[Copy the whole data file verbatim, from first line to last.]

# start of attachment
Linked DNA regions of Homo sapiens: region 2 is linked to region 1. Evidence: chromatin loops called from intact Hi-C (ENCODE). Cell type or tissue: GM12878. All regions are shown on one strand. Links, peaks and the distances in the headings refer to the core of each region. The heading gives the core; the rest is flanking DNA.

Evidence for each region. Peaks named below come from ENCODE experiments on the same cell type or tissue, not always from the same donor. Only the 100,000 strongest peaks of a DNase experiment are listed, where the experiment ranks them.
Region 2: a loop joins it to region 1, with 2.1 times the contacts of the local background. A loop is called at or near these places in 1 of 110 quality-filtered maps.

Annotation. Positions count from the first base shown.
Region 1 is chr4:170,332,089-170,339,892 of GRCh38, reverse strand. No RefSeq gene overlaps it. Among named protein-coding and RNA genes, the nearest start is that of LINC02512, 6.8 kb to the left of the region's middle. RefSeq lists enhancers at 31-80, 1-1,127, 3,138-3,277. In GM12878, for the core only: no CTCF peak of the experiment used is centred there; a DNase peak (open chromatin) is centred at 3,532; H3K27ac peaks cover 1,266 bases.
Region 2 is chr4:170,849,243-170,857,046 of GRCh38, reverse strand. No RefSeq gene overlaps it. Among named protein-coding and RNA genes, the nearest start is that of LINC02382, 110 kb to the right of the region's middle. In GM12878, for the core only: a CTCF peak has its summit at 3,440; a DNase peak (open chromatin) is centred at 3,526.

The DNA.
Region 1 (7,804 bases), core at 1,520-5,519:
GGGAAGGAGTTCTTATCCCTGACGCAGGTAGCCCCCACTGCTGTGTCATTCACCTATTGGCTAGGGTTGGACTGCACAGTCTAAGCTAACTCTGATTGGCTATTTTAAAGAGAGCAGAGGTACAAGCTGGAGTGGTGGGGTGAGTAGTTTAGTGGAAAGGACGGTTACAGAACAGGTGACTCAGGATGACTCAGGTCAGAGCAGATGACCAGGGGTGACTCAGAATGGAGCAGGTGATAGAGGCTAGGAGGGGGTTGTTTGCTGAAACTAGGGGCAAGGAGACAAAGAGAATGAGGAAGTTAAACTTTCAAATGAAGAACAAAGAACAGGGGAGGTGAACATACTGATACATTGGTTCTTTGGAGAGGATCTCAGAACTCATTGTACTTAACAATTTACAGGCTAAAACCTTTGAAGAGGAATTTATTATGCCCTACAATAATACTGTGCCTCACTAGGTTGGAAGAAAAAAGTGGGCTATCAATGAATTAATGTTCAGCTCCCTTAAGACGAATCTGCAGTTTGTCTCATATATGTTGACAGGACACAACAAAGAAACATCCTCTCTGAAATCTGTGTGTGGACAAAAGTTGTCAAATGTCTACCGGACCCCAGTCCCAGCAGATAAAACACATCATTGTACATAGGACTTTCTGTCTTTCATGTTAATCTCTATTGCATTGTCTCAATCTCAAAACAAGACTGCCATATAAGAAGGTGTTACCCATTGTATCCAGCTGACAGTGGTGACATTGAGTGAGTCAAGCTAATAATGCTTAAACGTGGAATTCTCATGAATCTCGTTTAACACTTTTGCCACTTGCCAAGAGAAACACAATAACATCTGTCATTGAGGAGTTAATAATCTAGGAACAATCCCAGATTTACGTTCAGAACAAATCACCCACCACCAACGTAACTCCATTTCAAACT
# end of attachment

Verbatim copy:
Linked DNA regions of Homo sapiens: region 2 is linked to region 1. Evidence: chromatin loops called from intact Hi-C (ENCODE). Cell type or tissue: GM12878. All regions are shown on one strand. Links, peaks and the distances in the headings refer to the core of each region. The heading gives the core; the rest is flanking DNA.

Evidence for each region. Peaks named below come from ENCODE experiments on the same cell type or tissue, not always from the same donor. Only the 100,000 strongest peaks of a DNase experiment are listed, where the experiment ranks them.
Region 2: a loop joins it to region 1, with 2.1 times the contacts of the local background. A loop is called at or near these places in 1 of 110 quality-filtered maps.

Annotation. Positions count from the first base shown.
Region 1 is chr4:170,332,089-170,339,892 of GRCh38, reverse strand. No RefSeq gene overlaps it. Among named protein-coding and RNA genes, the nearest start is that of LINC02512, 6.8 kb to the left of the region's middle. RefSeq lists enhancers at 31-80, 1-1,127, 3,138-3,277. In GM12878, for the core only: no CTCF peak of the experiment used is centred there; a DNase peak (open chromatin) is centred at 3,532; H3K27ac peaks cover 1,266 bases.
Region 2 is chr4:170,849,243-170,857,046 of GRCh38, reverse strand. No RefSeq gene overlaps it. Among named protein-coding and RNA genes, the nearest start is that of LINC02382, 110 kb to the right of the region's middle. In GM12878, for the core only: a CTCF peak has its summit at 3,440; a DNase peak (open chromatin) is centred at 3,526.

The DNA.
Region 1 (7,804 bases), core at 1,520-5,519:
GGGAAGGAGTTCTTATCCCTGACGCAGGTAGCCCCCACTGCTGTGTCATTCACCTATTGGCTAGGGTTGGACTGCACAGTCTAAGCTAACTCTGATTGGCTATTTTAAAGAGAGCAGAGGTACAAGCTGGAGTGGTGGGGTGAGTAGTTTAGTGGAAAGGACGGTTACAGAACAGGTGACTCAGGATGACTCAGGTCAGAGCAGATGACCAGGGGTGACTCAGAATGGAGCAGGTGATAGAGGCTAGGAGGGGGTTGTTTGCTGAAACTAGGGGCAAGGAGACAAAGAGAATGAGGAAGTTAAACTTTCAAATGAAGAACAAAGAACAGGGGAGGTGAACATACTGATACATTGGTTCTTTGGAGAGGATCTCAGAACTCATTGTACTTAACAATTTACAGGCTAAAACCTTTGAAGAGGAATTTATTATGCCCTACAATAATACTGTGCCTCACTAGGTTGGAAGAAAAAAGTGGGCTATCAATGAATTAATGTTCAGCTCCCTTAAGACGAATCTGCAGTTTGTCTCATATATGTTGACAGGACACAACAAAGAAACATCCTCTCTGAAATCTGTGTGTGGACAAAAGTTGTCAAATGTCTACCGGACCCCAGTCCCAGCAGATAAAACACATCATTGTACATAGGACTTTCTGTCTTTCATGTTAATCTCTATTGCATTGTCTCAATCTCAAAACAAGACTGCCATATAAGAAGGTGTTACCCATTGTATCCAGCTGACAGTGGTGACATTGAGTGAGTCAAGCTAATAATGCTTAAACGTGGAATTCTCATGAATCTCGTTTAACACTTTTGCCACTTGCCAAGAGAAACACAATAACATCTGTCATTGAGGAGTTAATAATCTAGGAACAATCCCAGATTTACGTTCAGAACAAATCACCCACCACCAACGTAACTCCATTTCAAACT